I’m preparing for tomorrow morning’s Gospel Mission class, and in our reading (chapter 4 of Darrell Guder’s Missional Church) I saw an interesting footnote (p. 94, n. 22). Guder observes that although the NRSV that he relies on uses “kingdom” to translate the Greek basileia, he uses “reign” “because it better captures. . . the dynamic meaning of basileia, which refers to the reigning itself and thus secondarily the realm incorporated under such reigning.”
I don’t have a beef with a permissive reading of that note — “sometimes ‘reign’ better captures the sense of basileia as an abstract noun for ‘kingship’ rather than a term for a geopolitical entity.” A less elastic reading of Guder’s note, though, suggests that basileia “really means” something dynamic and non-spatial, rather than something spatial and political.
I have several objections to that less elastic reading. First, I can cite a goodly number of cases in which basileia seems manifestly to refer to an earthly geopolitical regime, rather than to a disembodied activity of “reigning.” In many more cases, the sense could go either way. Since I attribute meaning more to usage than to etymology or association, I’m impressed with the likelihood that basileia — which could clearly be used to indicate a political unit — tends in colloquial writing to refer more to “where So-and-so is in charge” than to “So-and-so’s condition of majesty.” Neither is excluded, but I see many more uses for the former than the latter in the literary ambiance of the New Testament.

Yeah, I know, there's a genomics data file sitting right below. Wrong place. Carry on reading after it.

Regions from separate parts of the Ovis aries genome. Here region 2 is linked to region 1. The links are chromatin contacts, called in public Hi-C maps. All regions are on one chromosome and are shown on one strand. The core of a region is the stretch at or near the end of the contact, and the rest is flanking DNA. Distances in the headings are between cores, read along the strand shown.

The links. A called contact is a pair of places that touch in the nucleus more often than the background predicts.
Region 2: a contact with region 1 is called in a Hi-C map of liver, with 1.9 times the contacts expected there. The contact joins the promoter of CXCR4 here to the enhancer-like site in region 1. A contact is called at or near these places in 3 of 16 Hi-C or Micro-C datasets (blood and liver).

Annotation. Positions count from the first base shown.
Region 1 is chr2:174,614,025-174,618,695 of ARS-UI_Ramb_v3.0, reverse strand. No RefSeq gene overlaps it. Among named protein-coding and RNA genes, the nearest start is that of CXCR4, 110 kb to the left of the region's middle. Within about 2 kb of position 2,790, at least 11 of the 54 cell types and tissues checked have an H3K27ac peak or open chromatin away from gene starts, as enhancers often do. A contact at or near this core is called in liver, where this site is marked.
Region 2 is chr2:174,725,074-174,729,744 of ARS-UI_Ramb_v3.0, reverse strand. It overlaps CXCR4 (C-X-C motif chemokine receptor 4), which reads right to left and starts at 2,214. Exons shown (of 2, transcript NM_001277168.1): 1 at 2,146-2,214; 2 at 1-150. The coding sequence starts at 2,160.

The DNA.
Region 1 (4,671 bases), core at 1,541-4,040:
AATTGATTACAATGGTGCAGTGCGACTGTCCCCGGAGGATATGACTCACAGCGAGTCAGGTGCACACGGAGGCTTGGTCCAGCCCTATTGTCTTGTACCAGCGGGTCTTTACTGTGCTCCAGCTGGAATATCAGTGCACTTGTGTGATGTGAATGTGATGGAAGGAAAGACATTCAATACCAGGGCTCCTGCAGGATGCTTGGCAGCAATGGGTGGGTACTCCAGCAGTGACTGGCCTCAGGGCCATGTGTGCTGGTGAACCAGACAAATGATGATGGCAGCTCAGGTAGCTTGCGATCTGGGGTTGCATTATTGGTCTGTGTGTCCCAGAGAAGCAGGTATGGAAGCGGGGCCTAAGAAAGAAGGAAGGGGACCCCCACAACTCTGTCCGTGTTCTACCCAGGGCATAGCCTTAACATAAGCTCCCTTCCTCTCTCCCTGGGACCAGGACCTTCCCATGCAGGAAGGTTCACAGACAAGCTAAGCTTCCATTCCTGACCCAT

Guder himself devotes fair attention to the spatial aspect of the basileia, and discusses at length the relation of the two aspects of the term. Since he’s quoting texts that refer to the “kingdom,” I don’t quibble with his choice to use “reign” where he’s not quoting. Still, the better solution would identify cases in which basileia refers to a kingdom, and those in which basileia refers to “reign” or “kingship” or “majesty,” and translate each accordingly.